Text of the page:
Tag Archives: Easy

Fish 101 – Oven Baked Salmon with Lemon and White Wine

Photo by KathyHuntPhoto.com

Once upon a time I loved salmon; then 5 or 6 years ago my family passed around a particularly bad stomach virus. The night it nailed me, what do you think I had for dinner? Why salmon of course. After that night I swear I could hardly even look at cooked salmon without feeling a little lightheaded, let alone eat the stuff! As the years went by though I slowly regained my taste for cooked salmon; a little at first, sampling small bites here and there, then by preparing my childhood favorite, salmon cakes. Before long I was actually cooking and enjoying salmon again.

My wife came down with that nasty virus that same night and she too refused to touch cooked salmon for even longer than I did! In time, she came around and once again she too enjoys cooked salmon (especially that crispy skin). So what is the point of my story? Well I believe that salmon, more than any other fish, is an acquired taste. Like coffee, caviar, and even beer; salmon is one of those foods that, for many people, seems to be an acquired taste. My wife and I learning to love salmon all over again is a perfect example.

Think about how many people you know that love fish yet claim to hate salmon. Curiously, I also know those that would tell you that salmon is the only fish they will eat! Why? Because for whatever reason salmon is a fish they developed a taste for or for those that hate it; maybe they never ate enough salmon to learn to like it. Which brings me to my final point, that salmon is one of the healthiest and sustainable foods in the ocean…it is well worth giving it another chance!

If until now you’ve avoided salmon I encourage you to give it try. If you’re ready…here are a few ideas on how best to enjoy this wonderful fish.

What to choose…

When it comes to fish, I have been known to preach about freshness and with salmon, freshness is paramount! Why? Simply put, the fresher the salmon is, the sweeter and milder the flavor will be. If you’ve had unpleasant, strong tasting salmon it may be that it wasn’t the freshest. When buying fresh salmon look first for whole fish with bright (not cloudy) eyes, and skin that is so moist that it has a sparkle to it (never dry looking!).

The gills should be bright red or healthy pink (not dull or off-color) and if you poke the fish in the shoulder (I’m snickering at the mental image of poking a salmon in the shoulder but it works!) the flesh should spring back firmly rather than leaving a divot. Finally, there should be no “fishy” smell. A fresh fish should have little smell, perhaps only the pleasant scent of the mist from a breaking wave or an ocean breeze, if any smell at all.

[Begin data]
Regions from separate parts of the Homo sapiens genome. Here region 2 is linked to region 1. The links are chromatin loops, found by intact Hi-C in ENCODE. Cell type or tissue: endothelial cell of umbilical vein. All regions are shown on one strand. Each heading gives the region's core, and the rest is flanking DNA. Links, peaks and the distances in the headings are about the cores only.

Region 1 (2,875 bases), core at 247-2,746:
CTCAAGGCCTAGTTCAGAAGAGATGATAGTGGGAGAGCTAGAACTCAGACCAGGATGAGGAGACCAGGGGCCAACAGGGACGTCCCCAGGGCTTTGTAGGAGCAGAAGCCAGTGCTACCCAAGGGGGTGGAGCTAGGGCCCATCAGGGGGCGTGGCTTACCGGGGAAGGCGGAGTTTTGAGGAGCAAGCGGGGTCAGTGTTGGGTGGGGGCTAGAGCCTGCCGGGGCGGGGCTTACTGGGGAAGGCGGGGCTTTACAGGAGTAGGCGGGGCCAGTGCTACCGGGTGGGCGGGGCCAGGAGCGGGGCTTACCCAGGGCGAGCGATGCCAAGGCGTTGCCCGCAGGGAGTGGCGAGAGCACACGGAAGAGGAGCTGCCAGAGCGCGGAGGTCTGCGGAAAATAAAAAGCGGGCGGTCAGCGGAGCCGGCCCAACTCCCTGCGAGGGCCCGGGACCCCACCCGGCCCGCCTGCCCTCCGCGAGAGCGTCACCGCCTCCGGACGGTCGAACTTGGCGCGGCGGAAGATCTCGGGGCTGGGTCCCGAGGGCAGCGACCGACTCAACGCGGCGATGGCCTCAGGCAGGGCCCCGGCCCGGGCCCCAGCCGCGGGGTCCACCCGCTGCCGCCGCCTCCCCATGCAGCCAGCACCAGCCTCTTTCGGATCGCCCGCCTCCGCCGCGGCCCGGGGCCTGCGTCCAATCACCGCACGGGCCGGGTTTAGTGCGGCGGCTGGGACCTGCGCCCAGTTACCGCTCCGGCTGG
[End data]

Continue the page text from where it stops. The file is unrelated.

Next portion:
Once you’ve found your perfectly bright, moist, firm, and nice smelling whole salmon, most fishmongers will be happy to fillet it for you. But, you’re not always going to be able to find whole salmon…the next best thing to whole salmon is fresh, skin-on, salmon fillets. Again, look for firm, moist (the skin helps retain some of that moisture) fillets with little or no smell at all. I often buy fresh salmon fillets at Costco and I have no qualms at all about opening one little corner of a sealed package to sniff the fish for freshness. If it smells fishy…don’t buy it!

What about frozen?

Salmon actually freezes quite well and I often buy frozen salmon when fresh fish is not available. Look for a package that states the salmon is ICQ or “Individually Quick Frozen”. (These fillets are usually flash frozen while still very fresh, sometimes even still on the boat.) It’s ok if the fish portions are individually wrapped…I actually prefer it since I’m usually cooking for only two.

Frozen salmon to avoid would be whole fillets that are packed loosely, fillet portions that are not individually wrapped and are all stuck together in one big frozen lump, or any fillets that have frost directly touching the flesh. If the only salmon fillets you can find fit any of the descriptions in this paragraph; now might be a good time to go with the canned salmon!

To thaw frozen fillets, move them from the freezer to the fridge the night before you plan to cook them. In a pinch, if you forget to thaw your fish ahead of time, you can also thaw them quickly by placing them in a cold heavy bottomed steel pan. Cast iron works very well for this but a good heavy stainless pan will work too. The metal of the pan draws the cold out of the frozen fish and will thaw frozen salmon portions completely in about ½ hour or less. (This is also a good trick for quick thawing frozen boneless chicken breast.)

OK, I’ve got my fish…now what?

Now that you have found your salmon, treat it with respect and do not overcook it! For the best flavor, cooking the fish properly is nearly as important as freshness. When overcooked, salmon dries out very quickly which ruins both the texture and the taste. It’s actually amazing to me how often restaurants serve dried out, overcooked salmon. It’s so rampant in fact that I would bet many of the people that do not like salmon have simply never had a piece that was perfectly cooked.

Salmon should be cooked just through to the center leaving just a trace of pink in the very middle. There is really no trick to it, just keep a close eye on the fish while it’s cooking and when you think the fish is almost ready, use a fork to test for doneness. When the fish is done the flesh will flake easily but still hold together towards the center. It’s important to note: If you wait to remove it from the heat, until the fish flakes all the way to the center, then it will likely end up overcooked. This is because residual heat will continue to cook the fish for a little while, even after you take it off the heat.